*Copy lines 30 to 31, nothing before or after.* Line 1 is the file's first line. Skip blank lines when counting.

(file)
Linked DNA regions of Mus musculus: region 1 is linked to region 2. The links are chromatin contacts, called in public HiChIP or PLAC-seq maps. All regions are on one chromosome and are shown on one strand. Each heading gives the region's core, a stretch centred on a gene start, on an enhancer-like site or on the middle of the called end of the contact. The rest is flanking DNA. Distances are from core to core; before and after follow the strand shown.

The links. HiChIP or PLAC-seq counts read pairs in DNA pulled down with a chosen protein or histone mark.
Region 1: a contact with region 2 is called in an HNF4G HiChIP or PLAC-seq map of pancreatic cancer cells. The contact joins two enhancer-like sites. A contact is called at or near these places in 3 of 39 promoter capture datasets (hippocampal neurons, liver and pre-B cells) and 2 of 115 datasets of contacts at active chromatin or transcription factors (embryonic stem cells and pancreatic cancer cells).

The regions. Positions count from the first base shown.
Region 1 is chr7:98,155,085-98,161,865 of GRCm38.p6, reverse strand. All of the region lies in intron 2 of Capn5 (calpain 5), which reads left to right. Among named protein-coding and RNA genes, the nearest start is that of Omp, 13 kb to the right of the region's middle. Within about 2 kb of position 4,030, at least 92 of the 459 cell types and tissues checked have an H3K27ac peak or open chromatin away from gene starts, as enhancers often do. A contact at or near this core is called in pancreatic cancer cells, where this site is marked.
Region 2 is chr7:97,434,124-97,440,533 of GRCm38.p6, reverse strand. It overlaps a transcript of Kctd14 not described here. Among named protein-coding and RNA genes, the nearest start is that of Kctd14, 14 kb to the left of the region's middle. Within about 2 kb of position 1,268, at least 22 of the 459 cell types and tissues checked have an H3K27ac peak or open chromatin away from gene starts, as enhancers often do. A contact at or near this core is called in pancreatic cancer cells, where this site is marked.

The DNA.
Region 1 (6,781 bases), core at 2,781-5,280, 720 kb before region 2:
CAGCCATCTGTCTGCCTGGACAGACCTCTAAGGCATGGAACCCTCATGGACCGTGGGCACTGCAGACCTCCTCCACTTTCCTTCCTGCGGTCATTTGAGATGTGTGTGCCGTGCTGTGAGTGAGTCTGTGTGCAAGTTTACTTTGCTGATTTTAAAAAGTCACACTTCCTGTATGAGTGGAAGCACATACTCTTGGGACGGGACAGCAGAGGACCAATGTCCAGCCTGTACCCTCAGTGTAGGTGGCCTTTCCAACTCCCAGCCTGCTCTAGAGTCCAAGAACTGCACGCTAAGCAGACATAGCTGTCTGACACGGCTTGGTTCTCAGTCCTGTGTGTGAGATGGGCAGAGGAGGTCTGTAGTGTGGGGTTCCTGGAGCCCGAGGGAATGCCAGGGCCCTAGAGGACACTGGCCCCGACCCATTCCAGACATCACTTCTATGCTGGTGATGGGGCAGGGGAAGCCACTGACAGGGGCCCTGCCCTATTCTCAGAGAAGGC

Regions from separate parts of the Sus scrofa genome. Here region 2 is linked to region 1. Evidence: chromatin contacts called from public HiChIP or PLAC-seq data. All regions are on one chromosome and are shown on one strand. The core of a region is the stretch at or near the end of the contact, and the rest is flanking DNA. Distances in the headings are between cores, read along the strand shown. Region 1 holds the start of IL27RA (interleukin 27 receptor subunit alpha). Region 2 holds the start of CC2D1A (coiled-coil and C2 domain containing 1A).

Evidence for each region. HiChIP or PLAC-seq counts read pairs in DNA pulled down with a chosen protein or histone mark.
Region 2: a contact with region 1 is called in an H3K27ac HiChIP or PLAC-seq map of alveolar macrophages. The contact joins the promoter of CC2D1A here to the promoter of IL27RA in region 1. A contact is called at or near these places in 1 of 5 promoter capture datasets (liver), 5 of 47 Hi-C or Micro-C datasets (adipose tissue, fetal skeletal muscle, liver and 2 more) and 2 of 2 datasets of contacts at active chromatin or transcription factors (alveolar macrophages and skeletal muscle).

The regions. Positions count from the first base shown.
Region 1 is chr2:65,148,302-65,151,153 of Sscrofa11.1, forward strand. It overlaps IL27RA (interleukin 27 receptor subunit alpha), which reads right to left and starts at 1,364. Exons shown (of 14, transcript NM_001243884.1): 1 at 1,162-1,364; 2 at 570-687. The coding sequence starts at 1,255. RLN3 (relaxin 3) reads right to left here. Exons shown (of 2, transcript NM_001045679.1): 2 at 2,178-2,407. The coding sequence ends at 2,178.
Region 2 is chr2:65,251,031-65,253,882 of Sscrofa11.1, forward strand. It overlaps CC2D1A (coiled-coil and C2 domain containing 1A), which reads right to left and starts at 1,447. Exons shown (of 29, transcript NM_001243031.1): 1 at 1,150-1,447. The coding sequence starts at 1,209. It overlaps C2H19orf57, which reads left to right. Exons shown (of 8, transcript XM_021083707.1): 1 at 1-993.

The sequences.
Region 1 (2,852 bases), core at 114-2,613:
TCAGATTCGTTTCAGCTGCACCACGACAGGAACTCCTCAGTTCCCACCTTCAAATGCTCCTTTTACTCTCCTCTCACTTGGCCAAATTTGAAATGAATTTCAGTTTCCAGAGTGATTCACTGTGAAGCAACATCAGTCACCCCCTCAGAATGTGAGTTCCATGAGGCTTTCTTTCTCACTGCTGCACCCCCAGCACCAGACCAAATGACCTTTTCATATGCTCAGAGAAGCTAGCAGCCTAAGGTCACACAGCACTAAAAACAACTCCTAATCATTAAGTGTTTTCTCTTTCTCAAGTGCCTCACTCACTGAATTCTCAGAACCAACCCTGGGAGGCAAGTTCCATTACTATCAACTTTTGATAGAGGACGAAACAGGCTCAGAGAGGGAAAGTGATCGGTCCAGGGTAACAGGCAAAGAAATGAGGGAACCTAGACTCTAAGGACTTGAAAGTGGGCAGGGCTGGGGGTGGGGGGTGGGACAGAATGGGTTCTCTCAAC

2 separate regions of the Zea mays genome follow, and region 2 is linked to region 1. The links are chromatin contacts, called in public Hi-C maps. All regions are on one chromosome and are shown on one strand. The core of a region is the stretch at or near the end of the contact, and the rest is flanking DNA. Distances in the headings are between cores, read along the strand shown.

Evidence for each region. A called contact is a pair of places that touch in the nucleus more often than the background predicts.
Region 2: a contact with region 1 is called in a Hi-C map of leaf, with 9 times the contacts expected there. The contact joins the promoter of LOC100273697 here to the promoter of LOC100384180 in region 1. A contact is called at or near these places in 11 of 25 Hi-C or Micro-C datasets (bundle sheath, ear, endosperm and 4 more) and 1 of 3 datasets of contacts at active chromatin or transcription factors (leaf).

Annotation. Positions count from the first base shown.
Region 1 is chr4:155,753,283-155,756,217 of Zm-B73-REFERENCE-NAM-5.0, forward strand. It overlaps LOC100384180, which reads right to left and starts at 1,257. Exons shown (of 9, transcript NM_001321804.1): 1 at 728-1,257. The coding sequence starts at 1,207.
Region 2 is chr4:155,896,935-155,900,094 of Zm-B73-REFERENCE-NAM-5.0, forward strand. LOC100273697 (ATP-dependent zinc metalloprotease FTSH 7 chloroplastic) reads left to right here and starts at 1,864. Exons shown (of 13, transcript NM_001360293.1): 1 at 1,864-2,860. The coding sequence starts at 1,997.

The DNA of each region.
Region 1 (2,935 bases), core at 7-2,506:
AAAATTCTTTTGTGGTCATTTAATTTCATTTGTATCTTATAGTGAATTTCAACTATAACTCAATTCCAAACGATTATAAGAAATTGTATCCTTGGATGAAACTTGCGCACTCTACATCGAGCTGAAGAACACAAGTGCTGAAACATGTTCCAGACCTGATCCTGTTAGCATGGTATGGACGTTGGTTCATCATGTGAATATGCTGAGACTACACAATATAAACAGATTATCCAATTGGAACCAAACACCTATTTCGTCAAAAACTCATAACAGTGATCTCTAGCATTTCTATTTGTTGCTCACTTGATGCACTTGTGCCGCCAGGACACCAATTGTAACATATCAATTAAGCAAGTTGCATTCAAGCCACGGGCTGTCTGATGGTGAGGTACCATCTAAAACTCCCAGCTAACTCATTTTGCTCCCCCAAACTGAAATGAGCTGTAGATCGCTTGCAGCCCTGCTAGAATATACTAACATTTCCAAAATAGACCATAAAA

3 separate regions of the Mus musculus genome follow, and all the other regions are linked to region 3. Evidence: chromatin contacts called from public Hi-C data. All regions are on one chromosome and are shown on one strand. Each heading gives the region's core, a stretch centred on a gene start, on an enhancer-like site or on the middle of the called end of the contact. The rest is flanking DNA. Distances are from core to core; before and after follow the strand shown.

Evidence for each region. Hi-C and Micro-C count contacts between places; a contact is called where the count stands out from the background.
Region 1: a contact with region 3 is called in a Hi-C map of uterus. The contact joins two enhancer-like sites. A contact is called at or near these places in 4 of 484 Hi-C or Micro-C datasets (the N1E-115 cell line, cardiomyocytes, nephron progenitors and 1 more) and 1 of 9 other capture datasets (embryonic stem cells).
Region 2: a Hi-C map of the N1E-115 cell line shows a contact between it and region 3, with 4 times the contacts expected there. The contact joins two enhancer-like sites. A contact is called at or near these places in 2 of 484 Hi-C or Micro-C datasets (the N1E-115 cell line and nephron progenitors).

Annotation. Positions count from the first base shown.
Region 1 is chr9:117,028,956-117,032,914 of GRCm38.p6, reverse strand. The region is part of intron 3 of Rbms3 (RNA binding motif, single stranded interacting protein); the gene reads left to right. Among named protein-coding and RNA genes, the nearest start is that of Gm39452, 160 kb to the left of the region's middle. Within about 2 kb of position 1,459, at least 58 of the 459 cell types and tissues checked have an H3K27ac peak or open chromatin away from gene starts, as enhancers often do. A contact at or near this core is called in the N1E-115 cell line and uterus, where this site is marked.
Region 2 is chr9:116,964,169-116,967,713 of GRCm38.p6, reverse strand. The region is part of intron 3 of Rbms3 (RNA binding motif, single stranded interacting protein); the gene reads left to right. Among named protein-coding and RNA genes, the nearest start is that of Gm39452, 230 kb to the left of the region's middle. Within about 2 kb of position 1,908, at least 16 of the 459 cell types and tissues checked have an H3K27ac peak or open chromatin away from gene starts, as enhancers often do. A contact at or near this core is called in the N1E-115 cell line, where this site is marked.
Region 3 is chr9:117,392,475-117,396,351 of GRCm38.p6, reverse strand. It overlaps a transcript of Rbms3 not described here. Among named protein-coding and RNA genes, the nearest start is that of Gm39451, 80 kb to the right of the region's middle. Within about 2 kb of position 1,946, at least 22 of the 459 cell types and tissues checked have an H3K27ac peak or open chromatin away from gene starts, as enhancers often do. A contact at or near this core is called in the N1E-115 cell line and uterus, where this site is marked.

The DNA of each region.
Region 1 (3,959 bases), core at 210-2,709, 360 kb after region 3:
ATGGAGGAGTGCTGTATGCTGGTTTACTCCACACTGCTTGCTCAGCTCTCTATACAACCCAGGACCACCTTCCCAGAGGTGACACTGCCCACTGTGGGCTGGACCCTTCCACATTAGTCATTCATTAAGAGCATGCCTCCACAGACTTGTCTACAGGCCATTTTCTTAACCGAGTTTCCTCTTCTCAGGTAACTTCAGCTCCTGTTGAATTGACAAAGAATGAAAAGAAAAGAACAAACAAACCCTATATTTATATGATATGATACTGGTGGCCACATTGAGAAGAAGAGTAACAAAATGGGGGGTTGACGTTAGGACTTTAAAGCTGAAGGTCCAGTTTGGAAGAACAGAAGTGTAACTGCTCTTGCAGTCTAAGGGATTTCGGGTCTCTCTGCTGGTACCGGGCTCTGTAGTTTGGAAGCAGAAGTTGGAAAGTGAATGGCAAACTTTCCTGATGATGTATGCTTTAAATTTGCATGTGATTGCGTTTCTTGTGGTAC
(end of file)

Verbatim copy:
Region 1: a contact with region 3 is called in a Hi-C map of uterus. The contact joins two enhancer-like sites. A contact is called at or near these places in 4 of 484 Hi-C or Micro-C datasets (the N1E-115 cell line, cardiomyocytes, nephron progenitors and 1 more) and 1 of 9 other capture datasets (embryonic stem cells).
Region 2: a Hi-C map of the N1E-115 cell line shows a contact between it and region 3, with 4 times the contacts expected there. The contact joins two enhancer-like sites. A contact is called at or near these places in 2 of 484 Hi-C or Micro-C datasets (the N1E-115 cell line and nephron progenitors).